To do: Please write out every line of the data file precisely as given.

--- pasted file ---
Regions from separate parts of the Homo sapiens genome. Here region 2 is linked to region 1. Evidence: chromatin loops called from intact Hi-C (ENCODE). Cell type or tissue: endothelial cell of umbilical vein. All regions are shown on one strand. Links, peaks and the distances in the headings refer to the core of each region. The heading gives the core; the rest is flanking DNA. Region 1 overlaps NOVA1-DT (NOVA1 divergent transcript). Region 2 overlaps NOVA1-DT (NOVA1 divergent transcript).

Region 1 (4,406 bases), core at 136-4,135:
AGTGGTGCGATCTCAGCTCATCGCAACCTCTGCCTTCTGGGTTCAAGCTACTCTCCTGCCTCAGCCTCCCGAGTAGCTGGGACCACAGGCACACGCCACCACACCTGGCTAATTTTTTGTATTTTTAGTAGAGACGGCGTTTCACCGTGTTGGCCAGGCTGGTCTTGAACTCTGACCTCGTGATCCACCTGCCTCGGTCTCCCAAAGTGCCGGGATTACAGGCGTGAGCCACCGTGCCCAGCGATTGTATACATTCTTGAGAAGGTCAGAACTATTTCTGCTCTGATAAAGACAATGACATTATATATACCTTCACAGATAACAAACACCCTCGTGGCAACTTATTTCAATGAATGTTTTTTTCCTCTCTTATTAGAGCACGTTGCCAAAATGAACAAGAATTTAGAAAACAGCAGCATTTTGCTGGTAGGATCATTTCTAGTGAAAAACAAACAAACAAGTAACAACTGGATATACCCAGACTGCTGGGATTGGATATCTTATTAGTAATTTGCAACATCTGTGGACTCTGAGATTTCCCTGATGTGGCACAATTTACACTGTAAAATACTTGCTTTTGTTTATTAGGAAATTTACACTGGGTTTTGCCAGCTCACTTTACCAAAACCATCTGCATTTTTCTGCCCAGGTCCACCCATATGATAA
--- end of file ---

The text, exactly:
Regions from separate parts of the Homo sapiens genome. Here region 2 is linked to region 1. Evidence: chromatin loops called from intact Hi-C (ENCODE). Cell type or tissue: endothelial cell of umbilical vein. All regions are shown on one strand. Links, peaks and the distances in the headings refer to the core of each region. The heading gives the core; the rest is flanking DNA. Region 1 overlaps NOVA1-DT (NOVA1 divergent transcript). Region 2 overlaps NOVA1-DT (NOVA1 divergent transcript).

Region 1 (4,406 bases), core at 136-4,135:
AGTGGTGCGATCTCAGCTCATCGCAACCTCTGCCTTCTGGGTTCAAGCTACTCTCCTGCCTCAGCCTCCCGAGTAGCTGGGACCACAGGCACACGCCACCACACCTGGCTAATTTTTTGTATTTTTAGTAGAGACGGCGTTTCACCGTGTTGGCCAGGCTGGTCTTGAACTCTGACCTCGTGATCCACCTGCCTCGGTCTCCCAAAGTGCCGGGATTACAGGCGTGAGCCACCGTGCCCAGCGATTGTATACATTCTTGAGAAGGTCAGAACTATTTCTGCTCTGATAAAGACAATGACATTATATATACCTTCACAGATAACAAACACCCTCGTGGCAACTTATTTCAATGAATGTTTTTTTCCTCTCTTATTAGAGCACGTTGCCAAAATGAACAAGAATTTAGAAAACAGCAGCATTTTGCTGGTAGGATCATTTCTAGTGAAAAACAAACAAACAAGTAACAACTGGATATACCCAGACTGCTGGGATTGGATATCTTATTAGTAATTTGCAACATCTGTGGACTCTGAGATTTCCCTGATGTGGCACAATTTACACTGTAAAATACTTGCTTTTGTTTATTAGGAAATTTACACTGGGTTTTGCCAGCTCACTTTACCAAAACCATCTGCATTTTTCTGCCCAGGTCCACCCATATGATAA